Legislative branch: unicameral General Fono (20 seats; members elected by popular vote to serve three-year terms based upon proportional representation from the three islands - Atafu has 7 seats, Fakaofo has 7 seats, Nukunonu has 6 seats); note - the Tokelau Amendment Act of 1996 confers limited legislative power to the General Fono

elections: last held on 19-21 January 2011 (next to be held in 2014)

election results: independents 20
Judicial branch: highest court(s): Court of Appeal in New Zealand (consists of the court president and 8 judges sitting in 3- or 5-judge panels depending on the case) judge selection and term of office: judges nominated by the Judicial Selection Committee and approved by three-quarters majority of the Parliament; judge tenure NA

subordinate courts: High Court, in New Zealand; Council of Elders or Taupulega
Political parties and leaders: none
Political pressure groups and leaders: none
International organization participation: PIF (observer), SPC, UNESCO (associate), UPU
National symbol(s): tuluma (fishing tackle box)
National anthem: name: "Te Atua" (For the Almighty)
lyrics/music: unknown/Falani KALOLO

note: adopted 2008; in preparation for eventual self governance, Tokelau held a national contest to choose an anthem; as a territory of New Zealand, "God Defend New Zealand" and "God Save the Queen" are official (see New Zealand)
Diplomatic representation in the US: none (territory of New Zealand)
Diplomatic representation from the US: none (territory of New Zealand)
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Tokelau's small size (three villages), isolation, and lack of resources greatly restrain economic development and confine agriculture to the subsistence level. The people rely heavily on aid from New Zealand - about $10 million annually in 2008 and 2009 - to maintain public services. New Zealand's support amounts to 80% of Tokelau''s recurrent government budget. An international trust fund, currently worth nearly US$32 million, was established in 2004 to provide Tokelau an independent source of revenue. The principal sources of revenue come from sales of copra, postage stamps, souvenir coins, and handicrafts. Money is also remitted to families from relatives in New Zealand.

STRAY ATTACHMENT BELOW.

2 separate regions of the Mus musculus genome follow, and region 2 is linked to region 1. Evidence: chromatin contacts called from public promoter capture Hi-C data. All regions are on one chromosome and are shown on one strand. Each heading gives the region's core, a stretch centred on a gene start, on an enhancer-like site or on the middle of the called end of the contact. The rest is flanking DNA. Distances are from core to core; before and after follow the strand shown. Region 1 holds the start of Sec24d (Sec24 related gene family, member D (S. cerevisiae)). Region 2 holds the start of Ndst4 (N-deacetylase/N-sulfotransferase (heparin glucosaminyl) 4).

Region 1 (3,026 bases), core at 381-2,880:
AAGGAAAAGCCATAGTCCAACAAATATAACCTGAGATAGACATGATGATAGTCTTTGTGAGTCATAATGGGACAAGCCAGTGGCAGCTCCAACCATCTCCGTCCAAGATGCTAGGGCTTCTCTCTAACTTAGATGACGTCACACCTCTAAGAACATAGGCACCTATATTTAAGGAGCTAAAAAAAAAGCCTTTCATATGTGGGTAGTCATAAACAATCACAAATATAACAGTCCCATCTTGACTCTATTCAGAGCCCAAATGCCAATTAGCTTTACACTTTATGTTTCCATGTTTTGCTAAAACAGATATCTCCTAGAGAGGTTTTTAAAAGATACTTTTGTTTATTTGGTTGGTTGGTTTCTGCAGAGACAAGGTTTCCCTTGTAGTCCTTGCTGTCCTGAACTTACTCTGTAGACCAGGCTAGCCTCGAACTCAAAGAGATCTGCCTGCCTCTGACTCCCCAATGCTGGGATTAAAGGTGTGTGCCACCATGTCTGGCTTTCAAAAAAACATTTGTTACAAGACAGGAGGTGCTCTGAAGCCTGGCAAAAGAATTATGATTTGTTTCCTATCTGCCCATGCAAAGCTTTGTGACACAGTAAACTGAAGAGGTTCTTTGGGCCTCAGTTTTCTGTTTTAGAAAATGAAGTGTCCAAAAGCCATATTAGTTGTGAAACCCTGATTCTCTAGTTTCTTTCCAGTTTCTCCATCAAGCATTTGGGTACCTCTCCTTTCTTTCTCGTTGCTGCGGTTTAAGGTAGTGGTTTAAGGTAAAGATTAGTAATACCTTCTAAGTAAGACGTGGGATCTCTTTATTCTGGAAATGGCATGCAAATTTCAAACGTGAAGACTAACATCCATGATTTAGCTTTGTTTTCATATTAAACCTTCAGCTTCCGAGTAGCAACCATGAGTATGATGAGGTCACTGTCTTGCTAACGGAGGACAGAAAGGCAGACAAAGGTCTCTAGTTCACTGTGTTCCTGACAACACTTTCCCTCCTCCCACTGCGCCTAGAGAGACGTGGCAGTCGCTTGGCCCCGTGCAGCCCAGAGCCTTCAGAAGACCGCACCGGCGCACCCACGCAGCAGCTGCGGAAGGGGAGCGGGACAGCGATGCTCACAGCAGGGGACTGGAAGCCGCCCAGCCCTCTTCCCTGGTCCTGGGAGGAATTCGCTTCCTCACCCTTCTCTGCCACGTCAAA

GDP (purchasing power parity): GDP (purchasing power parity): $1.5 million (1993 est.)
GDP (official exchange rate): GDP (official exchange rate): $NA
GDP - real growth rate: NA%
GDP - per capita (PPP): GDP - per capita (PPP): $1,000 (1993 est.)
Agriculture - products: coconuts, copra, breadfruit, papayas, bananas; pigs, poultry, goats; fish
Industries: small-scale enterprises for copra production, woodworking, plaited craft goods; stamps, coins; fishing
Labor force: 440 (2001)
Unemployment rate: NA%
Population below poverty line: NA%
Budget: revenues: $430,800
expenditures: $2.8 million (1987 est.)
Fiscal year: 1 April - 31 March
Inflation rate (consumer prices): Inflation rate (consumer prices): NA%
Exports: $0 (2002)
Exports - commodities: stamps, copra, handicrafts
Imports: $969,200 (2002)
Imports - commodities: foodstuffs, building materials, fuel
Exchange rates: New Zealand dollars (NZD) per US dollar - 1.2334 (2012) 1.263 (2011) 1.3874 (2010) 1.6002 (2009) 1.4151 (2008)
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Crude oil - proved reserves: 0 bbl (1 January 2012 est.) country comparison to the world: 192
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Telephone system: general assessment: modern satellite-based communications system

domestic: radiotelephone service between islands

international: country code - 690; radiotelephone service to Samoa; government-regulated telephone service (TeleTok); satellite earth stations - 3 (2009)
Broadcast media: no TV stations; each atoll operates a radio service that provides shipping news and weather reports (2009)
Internet country code: .tk
Internet hosts: 2,069 (2012)
Internet users: 800 (2008)
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Ports and terminals: none; offshore anchorage only
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Defense is the responsibility of New Zealand
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 Transnational Issues
Disputes - International: Tokelau included American Samoa's Swains Island (Olosega) in its 2006 draft independence constitution
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   Source: CIA - The World Factbook